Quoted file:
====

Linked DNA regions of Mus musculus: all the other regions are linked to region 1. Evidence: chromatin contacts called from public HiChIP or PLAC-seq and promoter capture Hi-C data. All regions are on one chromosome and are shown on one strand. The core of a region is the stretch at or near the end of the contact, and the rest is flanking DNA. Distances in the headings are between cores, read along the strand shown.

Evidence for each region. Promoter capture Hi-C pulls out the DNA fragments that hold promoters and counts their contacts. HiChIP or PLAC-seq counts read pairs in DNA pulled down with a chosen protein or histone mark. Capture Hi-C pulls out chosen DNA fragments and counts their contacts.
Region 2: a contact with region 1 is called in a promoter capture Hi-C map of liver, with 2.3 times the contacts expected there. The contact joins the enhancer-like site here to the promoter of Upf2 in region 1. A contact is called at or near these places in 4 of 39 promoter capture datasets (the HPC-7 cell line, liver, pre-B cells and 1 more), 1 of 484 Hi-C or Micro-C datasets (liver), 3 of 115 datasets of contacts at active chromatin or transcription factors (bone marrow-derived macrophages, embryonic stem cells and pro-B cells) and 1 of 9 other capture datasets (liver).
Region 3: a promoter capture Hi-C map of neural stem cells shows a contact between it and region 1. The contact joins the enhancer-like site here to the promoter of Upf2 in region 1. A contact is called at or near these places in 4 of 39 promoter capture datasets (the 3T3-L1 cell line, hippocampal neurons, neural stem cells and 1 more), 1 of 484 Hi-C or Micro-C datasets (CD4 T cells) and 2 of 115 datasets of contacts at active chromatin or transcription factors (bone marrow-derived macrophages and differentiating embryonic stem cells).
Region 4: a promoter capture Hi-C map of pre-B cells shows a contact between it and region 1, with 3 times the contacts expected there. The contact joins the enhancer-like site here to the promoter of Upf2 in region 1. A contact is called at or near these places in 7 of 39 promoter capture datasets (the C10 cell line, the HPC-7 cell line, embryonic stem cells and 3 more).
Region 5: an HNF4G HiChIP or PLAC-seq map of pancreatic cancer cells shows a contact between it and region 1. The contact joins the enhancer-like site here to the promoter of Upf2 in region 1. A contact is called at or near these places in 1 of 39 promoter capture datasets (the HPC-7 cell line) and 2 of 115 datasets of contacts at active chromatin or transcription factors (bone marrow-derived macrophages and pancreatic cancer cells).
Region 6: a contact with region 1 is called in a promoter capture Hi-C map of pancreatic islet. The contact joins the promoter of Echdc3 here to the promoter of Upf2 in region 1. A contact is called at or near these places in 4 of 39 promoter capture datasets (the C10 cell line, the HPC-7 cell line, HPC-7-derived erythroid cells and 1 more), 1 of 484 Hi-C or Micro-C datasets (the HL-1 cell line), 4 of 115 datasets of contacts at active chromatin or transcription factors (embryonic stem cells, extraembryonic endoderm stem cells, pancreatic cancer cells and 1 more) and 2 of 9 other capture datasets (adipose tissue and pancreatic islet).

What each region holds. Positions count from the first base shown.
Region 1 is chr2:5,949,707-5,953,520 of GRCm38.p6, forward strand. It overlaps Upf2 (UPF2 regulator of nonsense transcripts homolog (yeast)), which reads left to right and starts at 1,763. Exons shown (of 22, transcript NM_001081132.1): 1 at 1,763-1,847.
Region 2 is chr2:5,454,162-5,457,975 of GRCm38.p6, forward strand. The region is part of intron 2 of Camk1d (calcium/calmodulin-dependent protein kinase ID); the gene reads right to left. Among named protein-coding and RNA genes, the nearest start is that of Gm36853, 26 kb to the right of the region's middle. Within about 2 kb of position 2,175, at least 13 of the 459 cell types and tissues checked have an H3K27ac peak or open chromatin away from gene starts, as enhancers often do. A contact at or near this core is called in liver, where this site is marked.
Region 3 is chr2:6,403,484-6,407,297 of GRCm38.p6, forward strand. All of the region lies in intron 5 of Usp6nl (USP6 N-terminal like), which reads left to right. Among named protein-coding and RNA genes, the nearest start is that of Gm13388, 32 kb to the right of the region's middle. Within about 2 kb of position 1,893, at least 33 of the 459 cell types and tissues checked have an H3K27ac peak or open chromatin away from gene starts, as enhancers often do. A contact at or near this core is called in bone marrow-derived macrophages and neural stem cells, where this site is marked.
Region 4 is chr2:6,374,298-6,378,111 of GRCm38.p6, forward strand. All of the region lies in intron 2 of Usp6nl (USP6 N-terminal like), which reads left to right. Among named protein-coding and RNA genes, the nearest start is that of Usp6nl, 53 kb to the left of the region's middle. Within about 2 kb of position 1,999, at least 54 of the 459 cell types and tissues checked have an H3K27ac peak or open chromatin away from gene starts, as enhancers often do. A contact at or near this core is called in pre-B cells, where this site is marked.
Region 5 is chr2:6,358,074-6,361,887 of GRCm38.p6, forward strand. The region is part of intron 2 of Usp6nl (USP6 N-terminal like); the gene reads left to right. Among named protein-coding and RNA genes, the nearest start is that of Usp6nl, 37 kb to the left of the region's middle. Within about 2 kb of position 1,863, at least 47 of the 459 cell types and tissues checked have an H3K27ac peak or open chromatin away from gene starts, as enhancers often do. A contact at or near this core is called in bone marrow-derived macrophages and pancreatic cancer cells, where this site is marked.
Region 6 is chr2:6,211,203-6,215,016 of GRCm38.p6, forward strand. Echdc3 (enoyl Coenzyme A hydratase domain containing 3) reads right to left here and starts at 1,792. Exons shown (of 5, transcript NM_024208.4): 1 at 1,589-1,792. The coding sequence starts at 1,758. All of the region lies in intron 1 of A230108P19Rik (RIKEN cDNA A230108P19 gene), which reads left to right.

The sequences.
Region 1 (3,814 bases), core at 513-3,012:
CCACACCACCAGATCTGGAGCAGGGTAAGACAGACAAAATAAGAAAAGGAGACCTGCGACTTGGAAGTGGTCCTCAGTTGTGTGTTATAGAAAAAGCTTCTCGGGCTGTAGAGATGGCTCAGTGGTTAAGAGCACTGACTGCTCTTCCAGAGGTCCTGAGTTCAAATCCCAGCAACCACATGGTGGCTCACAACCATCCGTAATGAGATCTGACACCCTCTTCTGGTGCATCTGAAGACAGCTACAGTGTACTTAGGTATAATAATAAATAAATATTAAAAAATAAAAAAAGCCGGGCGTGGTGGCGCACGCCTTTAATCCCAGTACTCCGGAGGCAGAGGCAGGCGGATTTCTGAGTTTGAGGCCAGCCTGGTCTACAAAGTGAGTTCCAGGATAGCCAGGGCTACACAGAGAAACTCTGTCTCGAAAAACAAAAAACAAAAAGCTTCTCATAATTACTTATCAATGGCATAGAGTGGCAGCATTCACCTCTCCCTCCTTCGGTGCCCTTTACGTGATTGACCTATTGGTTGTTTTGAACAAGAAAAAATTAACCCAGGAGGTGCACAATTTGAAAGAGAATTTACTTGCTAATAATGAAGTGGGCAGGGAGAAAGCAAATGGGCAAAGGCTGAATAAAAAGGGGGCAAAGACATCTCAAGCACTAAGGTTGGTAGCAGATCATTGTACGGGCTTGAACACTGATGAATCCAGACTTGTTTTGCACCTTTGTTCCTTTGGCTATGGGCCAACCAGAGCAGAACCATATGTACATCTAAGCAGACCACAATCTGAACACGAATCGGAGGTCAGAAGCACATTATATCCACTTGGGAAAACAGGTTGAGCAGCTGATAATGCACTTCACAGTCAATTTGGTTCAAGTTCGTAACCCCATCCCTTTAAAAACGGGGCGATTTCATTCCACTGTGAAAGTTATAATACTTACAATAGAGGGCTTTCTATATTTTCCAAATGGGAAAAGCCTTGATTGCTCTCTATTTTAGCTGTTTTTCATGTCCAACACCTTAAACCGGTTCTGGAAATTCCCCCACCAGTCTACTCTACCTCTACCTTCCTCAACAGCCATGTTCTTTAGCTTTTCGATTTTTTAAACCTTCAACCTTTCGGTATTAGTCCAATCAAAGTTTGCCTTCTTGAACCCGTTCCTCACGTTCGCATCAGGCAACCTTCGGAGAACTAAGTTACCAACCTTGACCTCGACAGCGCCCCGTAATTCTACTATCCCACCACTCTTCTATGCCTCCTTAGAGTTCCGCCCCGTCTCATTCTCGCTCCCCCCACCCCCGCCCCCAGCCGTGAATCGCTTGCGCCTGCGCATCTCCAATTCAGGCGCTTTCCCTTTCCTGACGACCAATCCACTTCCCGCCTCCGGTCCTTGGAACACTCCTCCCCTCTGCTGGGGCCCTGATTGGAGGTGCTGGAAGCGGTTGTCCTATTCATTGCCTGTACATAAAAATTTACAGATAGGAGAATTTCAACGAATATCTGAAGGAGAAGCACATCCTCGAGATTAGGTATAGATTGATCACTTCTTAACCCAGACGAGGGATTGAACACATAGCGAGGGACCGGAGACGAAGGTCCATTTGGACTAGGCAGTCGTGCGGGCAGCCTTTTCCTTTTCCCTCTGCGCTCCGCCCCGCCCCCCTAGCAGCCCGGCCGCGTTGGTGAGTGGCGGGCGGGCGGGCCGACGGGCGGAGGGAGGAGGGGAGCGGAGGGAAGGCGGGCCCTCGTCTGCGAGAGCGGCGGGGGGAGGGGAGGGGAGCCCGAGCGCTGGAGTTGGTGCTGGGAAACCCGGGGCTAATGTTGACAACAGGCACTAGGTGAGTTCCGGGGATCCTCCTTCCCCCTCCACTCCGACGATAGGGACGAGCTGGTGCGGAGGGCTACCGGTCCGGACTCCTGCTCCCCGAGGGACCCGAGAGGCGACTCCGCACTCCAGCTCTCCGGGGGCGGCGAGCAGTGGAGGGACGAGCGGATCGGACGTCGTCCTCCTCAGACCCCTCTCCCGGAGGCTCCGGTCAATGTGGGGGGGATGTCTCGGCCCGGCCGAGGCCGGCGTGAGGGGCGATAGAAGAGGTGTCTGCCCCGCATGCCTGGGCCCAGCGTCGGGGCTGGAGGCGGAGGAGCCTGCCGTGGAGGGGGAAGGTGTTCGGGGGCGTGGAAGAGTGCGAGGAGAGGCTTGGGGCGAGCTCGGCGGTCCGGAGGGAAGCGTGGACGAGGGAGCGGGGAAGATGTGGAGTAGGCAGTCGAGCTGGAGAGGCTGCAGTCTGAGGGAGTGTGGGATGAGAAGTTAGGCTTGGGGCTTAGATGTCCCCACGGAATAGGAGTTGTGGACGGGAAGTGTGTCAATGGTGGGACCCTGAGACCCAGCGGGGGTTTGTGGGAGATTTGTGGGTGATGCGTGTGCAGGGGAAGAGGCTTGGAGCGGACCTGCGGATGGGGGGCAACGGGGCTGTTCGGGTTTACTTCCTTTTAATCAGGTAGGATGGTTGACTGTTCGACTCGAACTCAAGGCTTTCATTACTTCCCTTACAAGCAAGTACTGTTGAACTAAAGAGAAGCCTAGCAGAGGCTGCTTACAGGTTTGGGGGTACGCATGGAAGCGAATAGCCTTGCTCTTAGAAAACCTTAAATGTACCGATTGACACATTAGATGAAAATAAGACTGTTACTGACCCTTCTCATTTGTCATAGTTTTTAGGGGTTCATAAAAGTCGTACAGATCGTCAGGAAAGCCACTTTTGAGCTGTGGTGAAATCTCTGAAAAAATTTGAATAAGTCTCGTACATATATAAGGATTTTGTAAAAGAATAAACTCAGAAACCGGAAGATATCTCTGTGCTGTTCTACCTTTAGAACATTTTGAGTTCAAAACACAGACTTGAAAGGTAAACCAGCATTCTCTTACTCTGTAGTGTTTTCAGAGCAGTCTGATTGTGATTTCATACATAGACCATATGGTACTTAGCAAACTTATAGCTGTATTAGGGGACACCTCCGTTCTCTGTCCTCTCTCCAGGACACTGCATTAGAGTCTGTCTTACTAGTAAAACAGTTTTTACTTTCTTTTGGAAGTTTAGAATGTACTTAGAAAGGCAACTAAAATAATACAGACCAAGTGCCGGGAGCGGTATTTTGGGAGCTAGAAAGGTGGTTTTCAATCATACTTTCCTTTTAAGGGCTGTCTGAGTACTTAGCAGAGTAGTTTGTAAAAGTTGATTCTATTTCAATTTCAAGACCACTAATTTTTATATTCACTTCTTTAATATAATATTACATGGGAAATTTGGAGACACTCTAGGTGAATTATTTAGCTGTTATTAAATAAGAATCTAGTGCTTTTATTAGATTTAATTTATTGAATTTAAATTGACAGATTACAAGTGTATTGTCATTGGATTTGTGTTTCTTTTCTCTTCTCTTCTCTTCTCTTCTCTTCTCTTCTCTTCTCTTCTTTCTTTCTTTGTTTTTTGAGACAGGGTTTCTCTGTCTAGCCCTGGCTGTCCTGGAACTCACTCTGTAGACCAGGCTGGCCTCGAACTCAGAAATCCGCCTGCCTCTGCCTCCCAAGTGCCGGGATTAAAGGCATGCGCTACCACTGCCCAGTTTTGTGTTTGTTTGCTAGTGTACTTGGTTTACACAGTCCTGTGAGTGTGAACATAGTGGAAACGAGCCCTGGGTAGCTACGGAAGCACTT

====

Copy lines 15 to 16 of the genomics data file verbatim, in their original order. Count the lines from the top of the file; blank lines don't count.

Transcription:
The sequences.
Region 1 (3,814 bases), core at 513-3,012: